I am a first-year Writing Fellow at Nova Southeastern University. In our writing center, each writing fellow works with a specific professor and composition class, assisting first-year composition students. As fellows, we are required to meet regularly with the professor and with students in and out of class.
During my first week as a writing fellow, I met with the professor I would be working with in order to discuss my role as a tutor and what to expect on my first day. She gave me advice on how to talk with the students and how I should present myself to the class; she told me to “Make sure you establish your authority.” At the time, I thought that was an odd suggestion, so I pushed it aside and ignored it until this week’s sessions gave me insight as to why my professor gave me that advice.
During my sixth week as a tutor, I had multiple students miss our scheduled sessions together, without warning or legitimate excuses. As many tutors may know, it can be very frustrating to plan for a group session—a session including two or more students—and have only one person show up; it altars the plan of action. For example:
My student, who we can call Benjamin, was supposed to meet with his group members from 11am-12pm, however he missed. At Noon, as I was supposed to begin another session with the three group members Vanessa, Elizabeth, and Sebastian only two students appeared—Elizabeth and Sebastian. Great—I thought—students are skipping because they’re afraid of melting from the rain. Keeping my thoughts to myself, I continued the session as best as I had planned.
Halfway through the 12pm session, Benjamin appeared asking if he could join us in order to make up for the meeting he missed. I told him, “Since you missed your session by an hour and a half and you just interrupted this group, you must reschedule your appointment for an available time next week.” Annoyed and understanding, he walked away. Shortly after Benjamin left, Vanessa waltzed in and joined us. She claimed she was late due to the “persistent downpour”. Since I had just turned her classmate away, I told her, “Being late because of rain is not a valid excuse, so this session won’t count and you will have to reschedule for next week.”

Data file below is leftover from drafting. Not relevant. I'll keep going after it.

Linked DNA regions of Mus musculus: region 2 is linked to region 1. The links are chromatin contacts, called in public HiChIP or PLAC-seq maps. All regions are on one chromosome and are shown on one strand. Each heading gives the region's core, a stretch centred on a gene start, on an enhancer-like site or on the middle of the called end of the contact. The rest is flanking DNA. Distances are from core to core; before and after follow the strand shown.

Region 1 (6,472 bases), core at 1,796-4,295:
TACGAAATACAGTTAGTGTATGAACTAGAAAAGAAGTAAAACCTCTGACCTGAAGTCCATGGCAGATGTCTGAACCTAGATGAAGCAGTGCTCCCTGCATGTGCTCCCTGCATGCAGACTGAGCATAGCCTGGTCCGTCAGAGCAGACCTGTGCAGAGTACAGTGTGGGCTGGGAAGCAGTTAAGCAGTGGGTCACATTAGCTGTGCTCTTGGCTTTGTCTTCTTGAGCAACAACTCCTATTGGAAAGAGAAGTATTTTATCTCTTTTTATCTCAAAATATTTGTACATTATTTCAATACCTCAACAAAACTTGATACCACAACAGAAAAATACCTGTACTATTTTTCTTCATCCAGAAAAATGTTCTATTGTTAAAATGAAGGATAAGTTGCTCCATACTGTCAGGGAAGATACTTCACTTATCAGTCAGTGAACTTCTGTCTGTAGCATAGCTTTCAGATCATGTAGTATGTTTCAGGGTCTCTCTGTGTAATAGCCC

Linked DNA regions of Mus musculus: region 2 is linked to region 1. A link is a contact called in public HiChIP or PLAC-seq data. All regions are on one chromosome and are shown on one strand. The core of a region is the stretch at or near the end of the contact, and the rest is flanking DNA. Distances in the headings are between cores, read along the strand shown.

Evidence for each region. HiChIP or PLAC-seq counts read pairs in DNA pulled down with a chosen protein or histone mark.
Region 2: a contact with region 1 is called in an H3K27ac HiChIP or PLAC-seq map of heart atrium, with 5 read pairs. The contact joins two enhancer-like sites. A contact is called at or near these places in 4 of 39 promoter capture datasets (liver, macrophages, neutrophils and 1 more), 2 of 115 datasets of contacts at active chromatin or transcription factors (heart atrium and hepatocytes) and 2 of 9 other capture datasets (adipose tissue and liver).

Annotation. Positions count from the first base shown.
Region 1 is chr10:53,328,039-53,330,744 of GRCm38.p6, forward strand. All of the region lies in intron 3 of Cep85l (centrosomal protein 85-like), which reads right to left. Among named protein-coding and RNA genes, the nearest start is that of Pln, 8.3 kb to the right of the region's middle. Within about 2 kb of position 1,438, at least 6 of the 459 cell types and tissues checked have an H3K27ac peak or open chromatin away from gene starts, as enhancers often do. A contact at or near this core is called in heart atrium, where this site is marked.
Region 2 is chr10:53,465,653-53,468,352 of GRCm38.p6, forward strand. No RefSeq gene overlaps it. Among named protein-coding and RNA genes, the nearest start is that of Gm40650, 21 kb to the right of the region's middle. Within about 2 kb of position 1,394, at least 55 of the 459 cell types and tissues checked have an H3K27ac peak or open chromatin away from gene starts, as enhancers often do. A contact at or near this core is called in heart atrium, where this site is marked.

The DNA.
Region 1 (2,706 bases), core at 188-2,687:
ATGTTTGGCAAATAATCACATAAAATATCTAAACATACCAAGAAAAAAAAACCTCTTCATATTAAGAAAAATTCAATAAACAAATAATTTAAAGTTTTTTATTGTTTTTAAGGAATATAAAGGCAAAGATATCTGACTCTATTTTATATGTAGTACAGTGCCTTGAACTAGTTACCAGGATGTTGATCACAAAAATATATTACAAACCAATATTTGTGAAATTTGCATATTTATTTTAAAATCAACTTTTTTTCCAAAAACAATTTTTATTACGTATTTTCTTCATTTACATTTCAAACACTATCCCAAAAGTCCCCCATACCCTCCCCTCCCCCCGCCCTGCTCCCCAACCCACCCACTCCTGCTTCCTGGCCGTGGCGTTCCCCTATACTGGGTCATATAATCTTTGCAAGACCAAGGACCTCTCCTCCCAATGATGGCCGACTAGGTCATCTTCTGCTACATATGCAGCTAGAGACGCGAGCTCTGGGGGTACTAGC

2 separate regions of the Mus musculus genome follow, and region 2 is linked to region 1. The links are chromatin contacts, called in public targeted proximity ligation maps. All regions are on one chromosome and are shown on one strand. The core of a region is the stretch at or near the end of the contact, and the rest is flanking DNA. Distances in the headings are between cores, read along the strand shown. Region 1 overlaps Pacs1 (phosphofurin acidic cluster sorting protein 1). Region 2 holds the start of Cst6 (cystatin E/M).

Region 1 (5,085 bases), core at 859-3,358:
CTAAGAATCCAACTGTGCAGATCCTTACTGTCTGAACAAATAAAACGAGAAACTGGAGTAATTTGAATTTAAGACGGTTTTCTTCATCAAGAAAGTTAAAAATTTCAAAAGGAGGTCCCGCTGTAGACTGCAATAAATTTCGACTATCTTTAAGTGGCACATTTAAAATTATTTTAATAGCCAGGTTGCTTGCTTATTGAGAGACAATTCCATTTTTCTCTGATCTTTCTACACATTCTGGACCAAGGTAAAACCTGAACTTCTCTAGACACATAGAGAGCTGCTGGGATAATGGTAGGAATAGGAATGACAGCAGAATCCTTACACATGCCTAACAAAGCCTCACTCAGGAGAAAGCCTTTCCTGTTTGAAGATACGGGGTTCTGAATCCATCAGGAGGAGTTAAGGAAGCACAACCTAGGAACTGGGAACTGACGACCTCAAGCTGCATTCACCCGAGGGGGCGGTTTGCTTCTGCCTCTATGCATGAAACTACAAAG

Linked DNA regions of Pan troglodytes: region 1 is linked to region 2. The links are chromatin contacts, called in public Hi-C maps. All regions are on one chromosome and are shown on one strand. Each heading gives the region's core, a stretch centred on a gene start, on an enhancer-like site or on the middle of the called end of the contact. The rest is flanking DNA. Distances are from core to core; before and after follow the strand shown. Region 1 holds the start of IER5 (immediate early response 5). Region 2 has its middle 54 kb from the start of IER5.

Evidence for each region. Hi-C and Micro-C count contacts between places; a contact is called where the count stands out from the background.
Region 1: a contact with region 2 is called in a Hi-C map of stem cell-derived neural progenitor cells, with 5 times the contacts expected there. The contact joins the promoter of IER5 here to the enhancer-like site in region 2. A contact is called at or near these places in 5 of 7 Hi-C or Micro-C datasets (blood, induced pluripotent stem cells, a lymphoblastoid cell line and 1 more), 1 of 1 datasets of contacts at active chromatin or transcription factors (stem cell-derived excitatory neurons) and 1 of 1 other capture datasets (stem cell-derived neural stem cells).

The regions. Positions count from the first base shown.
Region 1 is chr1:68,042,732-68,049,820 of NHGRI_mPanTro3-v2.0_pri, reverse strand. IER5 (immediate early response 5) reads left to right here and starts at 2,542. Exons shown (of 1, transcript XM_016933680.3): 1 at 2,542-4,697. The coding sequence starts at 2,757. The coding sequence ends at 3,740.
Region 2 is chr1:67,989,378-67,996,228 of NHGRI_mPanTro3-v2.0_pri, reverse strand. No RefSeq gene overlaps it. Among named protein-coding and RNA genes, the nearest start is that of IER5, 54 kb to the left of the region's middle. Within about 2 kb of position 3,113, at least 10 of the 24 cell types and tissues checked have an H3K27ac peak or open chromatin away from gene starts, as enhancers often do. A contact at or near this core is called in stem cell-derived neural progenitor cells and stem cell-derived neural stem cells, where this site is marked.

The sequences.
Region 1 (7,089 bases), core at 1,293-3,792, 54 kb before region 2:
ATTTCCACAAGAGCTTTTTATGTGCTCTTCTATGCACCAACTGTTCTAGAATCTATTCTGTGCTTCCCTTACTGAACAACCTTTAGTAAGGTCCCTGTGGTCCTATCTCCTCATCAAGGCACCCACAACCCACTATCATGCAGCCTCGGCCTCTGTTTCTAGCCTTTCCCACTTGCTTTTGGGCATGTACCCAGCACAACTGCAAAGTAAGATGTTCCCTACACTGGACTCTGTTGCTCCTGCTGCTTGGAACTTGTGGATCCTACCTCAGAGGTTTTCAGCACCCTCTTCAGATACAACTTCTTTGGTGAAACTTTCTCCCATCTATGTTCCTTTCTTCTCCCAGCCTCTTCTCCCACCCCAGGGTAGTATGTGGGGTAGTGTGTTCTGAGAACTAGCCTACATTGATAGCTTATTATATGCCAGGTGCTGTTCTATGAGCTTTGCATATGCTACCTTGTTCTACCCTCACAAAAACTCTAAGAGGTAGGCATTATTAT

As the session came to an end, the two students who saw me turn their classmates away said in a shocked and sarcastic tone, “Oh, so you do have a strict bone.” I quickly attempted to lighten the mood before they left, but they were quiet and wanted to leave.
Up until this week, I hadn’t really thought of my student’s perception of me. I automatically assumed they understood my role as a fellow. However, after their comment I noticed that they considered me as a fellow peer, not someone with authority. Was this a bad thing?
My students confided in me and talked with me as if I was a fellow classmate, but now that they have seen me be authoritative, their perception of me has changed. Hearing them state that I was strict worried me; I wasn’t sure if I was too strict or if I sounded rude towards the other students. This situation made me recall the advice my professor gave me on “establishing my authority.” Maybe I was being too “friendly” when first meeting my students that I didn’t establish the role clearly to them.
To better understand the role I’m supposed to have as a tutor, I read “Transgressive Hybridity: Reflections on the Authority of the Peer Writing Tutor,” by Jason Palmeri. The article illustrated that the line of authority for tutors is blurred and complicated since the “peer tutors’ position is as a teacher-student hybrid” (11). He discusses as long as the peer tutors’ assist writers to “produce the type of writing expected of them in the university system” (11) then they will acquire authority.
Hopefully during my next week sessions my students will be fine, and they will understand that I can be both a ‘peer’ and someone with ‘authority’. However, I now wonder: does establishing authority create a rift within the dynamic between a tutor and student?